By 1700 newspapers were widespread throughout Europe, and with the dissemination of print media came the spread of personal ads. In the 18th century it was considered taboo to be 21 years old and unmarried (which thankfully has changed pretty significantly since 1700), so unmarried men in their early twenties would post personal ads in the classified sections of their local newspapers (Whipps). Women would then read the ads and respond if they felt the ad met their standards and generally the two would be married. However, the convenience of “newspaper dating” came with a nasty stigma. According to author and lecturer H.G. Cocks, “Advertising for a husband or wife has always attracted criticism and the people who did it were always thought of as failures in some way. However advertising like this has a long and unbroken history, and was used by many people with some success”. Those who turned to finding mates through newspapers were looked at as social lepers because courtship was such a celebrated facet of that society because around 1700 women were granted more rights than ever before in history. According to professor David Christian, the “empowerment of the individual” took hold of the greater part of the civilized world, this led to the unfettering of women from harsh social restraints (even though many still existed) and this led to the the equality of individuals. Men and women became more equal politically, financially, and socially in many nations (Wilson). These changes had profound impacts on the relationships between men and women because they finally had the autonomy to choose who, why and when they would marry (Wilson). Hence, dating and the act of courting someone was a new and exciting part of society, thus, courting through the newspaper was degrading because it meant that one was incapable of beneficial and progressive social interaction.
Despite the social stigma, matrimonial agencies were big business but those you were patrons of such agencies typically never spoke of it because it was so widely looked upon negatively. The ads were also used as a means for gay men and lesbians to find lovers when homosexuality was still outlawed in Europe, so once these proscribed lovers took over the classifieds the ads lost their allure because people found it detestable. Thus, the personal ads fell out of vogue for a handful of decades until the 1960s when the age of love and openness took hold.
Personal ads were still relatively accepted in the mid to late 90s but fell to the wayside when the Internet took hold. The Internet was a dating tool almost from day one, because people could have instant conversations and flirt with people who they did not have to be in the same room. However, while the Internet was still nascent there were newsgroups and forums that posted personal ads, which similar to what was going on in newspapers at the time, locals were meeting in city-oriented rooms and people with similar interests were meeting and becoming attached in forums of similar interest (Brainz.org). The manifestation of online dating is logical because the Internet is a place for self-promotion; it’s a media, information, and connection network that covers the globe. Thus, self-promotion, too covers the globe because people use it as a tool to talk about themselves and connect with others who can relate to similar life experiences. Internet service providers perpetuated this digital dating phenomenon almost from the beginning with their advertised chat rooms and message boards for singles.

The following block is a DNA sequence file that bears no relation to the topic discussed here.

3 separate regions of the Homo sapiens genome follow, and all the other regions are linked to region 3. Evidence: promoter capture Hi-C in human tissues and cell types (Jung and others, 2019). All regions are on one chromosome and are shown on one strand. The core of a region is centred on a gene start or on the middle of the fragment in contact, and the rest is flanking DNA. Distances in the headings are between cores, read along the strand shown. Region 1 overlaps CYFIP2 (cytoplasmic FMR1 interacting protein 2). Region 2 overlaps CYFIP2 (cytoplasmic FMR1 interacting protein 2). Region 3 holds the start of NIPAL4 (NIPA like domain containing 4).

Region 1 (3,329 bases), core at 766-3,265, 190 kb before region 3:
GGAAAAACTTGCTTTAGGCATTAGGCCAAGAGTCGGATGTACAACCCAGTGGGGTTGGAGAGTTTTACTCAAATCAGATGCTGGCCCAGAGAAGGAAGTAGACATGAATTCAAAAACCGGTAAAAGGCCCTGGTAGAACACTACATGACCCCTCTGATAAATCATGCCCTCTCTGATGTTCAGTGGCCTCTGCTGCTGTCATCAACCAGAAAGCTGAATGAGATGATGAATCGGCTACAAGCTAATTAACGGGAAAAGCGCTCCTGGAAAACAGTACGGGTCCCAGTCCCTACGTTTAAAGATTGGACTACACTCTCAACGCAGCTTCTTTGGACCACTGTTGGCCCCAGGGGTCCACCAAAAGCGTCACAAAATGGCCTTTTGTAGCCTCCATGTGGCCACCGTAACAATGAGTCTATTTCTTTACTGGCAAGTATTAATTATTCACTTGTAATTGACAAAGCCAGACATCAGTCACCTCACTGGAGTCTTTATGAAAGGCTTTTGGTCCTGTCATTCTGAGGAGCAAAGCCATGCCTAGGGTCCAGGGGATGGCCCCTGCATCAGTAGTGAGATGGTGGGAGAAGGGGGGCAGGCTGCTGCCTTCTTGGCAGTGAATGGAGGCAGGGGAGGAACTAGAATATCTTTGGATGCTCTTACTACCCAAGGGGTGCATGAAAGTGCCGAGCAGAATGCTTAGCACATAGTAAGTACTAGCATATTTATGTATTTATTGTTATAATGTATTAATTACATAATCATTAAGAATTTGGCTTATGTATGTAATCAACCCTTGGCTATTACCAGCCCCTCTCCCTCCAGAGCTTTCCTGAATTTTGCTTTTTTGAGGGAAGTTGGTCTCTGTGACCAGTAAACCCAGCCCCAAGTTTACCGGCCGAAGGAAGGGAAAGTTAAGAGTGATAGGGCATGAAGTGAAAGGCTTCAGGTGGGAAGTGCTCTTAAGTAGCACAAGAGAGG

The first dating site that was formed was match.com in 1995; however, even though the name is the same as the current dating site, the site was more involved with international dating and mail order brides rather than dating someone. However, match.com sparked an internet dating explosion, by 1996 there were 16 dating Web sites listed in Yahoo! (Brainz.org). In 2007, Americans spent over $500 million on online dating, making it the second highest industry for “paid content” (Whipps) on the Web, behind pornography.
Currently the market has been segmented out to an ever larger number of sites focused on an ever-smaller niche audiences. Currently, there are sites for virtually every city, every sexual orientation, every desired relationship, every religion, every race and almost every hobby. The end result is that, according to Online Dating Magazine, nearly 20 million people visit at least one online dating site every month and 120,000 marriages every year take place, at least in part, due to online dating.
In 2002, Wired Magazine predicted that, “Twenty years from now, the idea that someone looking for love won’t look for it online will be silly, akin to skipping the card catalog to instead wander the stacks because ‘the right books are found only by accident” (Griscom).